Some people have a natural affinity for putting a room together in a way that seems effortless. They manage a mix of class, comfort, and style, while others might struggle. Most people can’t afford a professional stager or art consultant for their home on an ongoing basis, but that doesn’t mean that they need to sacrifice a polished look. There are a wide variety of ways to up the ‘wow factor’ of your home through a little artistic exploration.
Photo by Vincent Tantardini
Visual artist Susanne Langlois is a well-versed Canadian artist with a background in both clothing design as well as painting, and she certainly has an eye for designing a bright and vibrant space. Currently in the middle of building a home that her husband designed, Susanne has a flare for making stylish inspirations a reality.
Susanne has compiled some fantastic tips to allow even the most novice decorator to bring their space to the next level through the addition of artwork that will fit any environment and budget. So, what is the best way to decorate your home with art that will bring you joy?
Make Sure You Love Your Art
Much like clothing, make sure you love an item of art before you make a purchase. Having a connection to the work you select for your home is the best benchmark for a piece that you are going to be happy with long term. No one needs an enormous oil painting to act as a centrepiece for every room, but something as simple as favourite photo blown up or a piece of artwork your child created, or even a re-framed piece that has been handed down within your family will work well, particularly for those on a budget.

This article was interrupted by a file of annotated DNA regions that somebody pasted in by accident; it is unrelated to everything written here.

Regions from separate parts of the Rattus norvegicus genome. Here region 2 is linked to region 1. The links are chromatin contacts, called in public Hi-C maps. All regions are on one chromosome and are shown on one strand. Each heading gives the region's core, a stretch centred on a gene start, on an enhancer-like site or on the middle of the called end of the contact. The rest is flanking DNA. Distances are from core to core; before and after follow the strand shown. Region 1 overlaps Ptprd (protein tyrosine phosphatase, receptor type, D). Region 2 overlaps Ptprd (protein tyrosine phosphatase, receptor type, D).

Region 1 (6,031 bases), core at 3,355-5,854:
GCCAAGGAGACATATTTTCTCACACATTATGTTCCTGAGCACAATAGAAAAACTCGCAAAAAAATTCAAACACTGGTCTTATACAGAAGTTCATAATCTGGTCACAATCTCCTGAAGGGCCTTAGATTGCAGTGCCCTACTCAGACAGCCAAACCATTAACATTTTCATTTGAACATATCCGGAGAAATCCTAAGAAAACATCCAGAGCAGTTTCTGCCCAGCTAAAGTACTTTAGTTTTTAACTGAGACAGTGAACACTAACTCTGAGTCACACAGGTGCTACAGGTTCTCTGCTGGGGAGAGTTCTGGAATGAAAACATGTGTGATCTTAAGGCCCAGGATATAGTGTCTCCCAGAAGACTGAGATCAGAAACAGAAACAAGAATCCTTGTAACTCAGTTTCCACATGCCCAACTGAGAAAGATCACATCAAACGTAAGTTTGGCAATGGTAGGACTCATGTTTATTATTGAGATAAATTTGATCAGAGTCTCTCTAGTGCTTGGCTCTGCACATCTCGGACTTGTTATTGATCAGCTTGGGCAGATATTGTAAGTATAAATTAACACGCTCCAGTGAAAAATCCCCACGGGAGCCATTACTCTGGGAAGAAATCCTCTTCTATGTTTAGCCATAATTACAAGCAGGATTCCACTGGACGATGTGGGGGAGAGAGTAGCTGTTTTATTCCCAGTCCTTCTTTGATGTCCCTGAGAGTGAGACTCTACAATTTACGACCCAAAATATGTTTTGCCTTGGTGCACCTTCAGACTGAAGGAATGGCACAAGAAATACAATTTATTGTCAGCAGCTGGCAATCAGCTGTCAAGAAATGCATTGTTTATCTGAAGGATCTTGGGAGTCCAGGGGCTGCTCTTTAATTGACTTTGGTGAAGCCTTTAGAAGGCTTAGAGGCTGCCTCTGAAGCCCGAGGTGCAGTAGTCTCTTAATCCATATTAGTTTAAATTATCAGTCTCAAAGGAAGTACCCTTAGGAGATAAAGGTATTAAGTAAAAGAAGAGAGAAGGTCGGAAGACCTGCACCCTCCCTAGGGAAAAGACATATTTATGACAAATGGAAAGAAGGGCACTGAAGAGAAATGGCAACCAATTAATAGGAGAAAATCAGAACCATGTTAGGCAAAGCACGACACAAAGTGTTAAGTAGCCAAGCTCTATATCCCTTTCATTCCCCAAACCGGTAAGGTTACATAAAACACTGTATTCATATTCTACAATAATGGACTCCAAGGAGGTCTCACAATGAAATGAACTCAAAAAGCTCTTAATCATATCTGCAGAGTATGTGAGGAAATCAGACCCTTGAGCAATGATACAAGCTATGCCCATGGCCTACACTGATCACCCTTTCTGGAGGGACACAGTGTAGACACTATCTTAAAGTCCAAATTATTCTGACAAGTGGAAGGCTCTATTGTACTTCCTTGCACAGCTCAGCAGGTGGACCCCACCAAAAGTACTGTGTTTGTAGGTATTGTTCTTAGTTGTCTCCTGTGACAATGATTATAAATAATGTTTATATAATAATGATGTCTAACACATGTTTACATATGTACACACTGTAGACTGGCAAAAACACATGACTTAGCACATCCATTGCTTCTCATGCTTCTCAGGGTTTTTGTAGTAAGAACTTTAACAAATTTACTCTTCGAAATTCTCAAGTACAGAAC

A Small Space Doesn’t Have To Mean Tiny Art
Just because a space is smaller, like in a condo, this doesn’t mean that art needs to be on the smaller size. Susanne says:
I have a great friend and supporter who just purchased one of my largest pieces for her condo (30"X60"), but it sits above a 5-foot couch and looks amazing, without dominating the space at all.
Susanne adds that in addition to trying out a larger piece you love in a smaller space, consider the use of a mirror to create the illusion of more space.
Adding Comfort To A Modern Space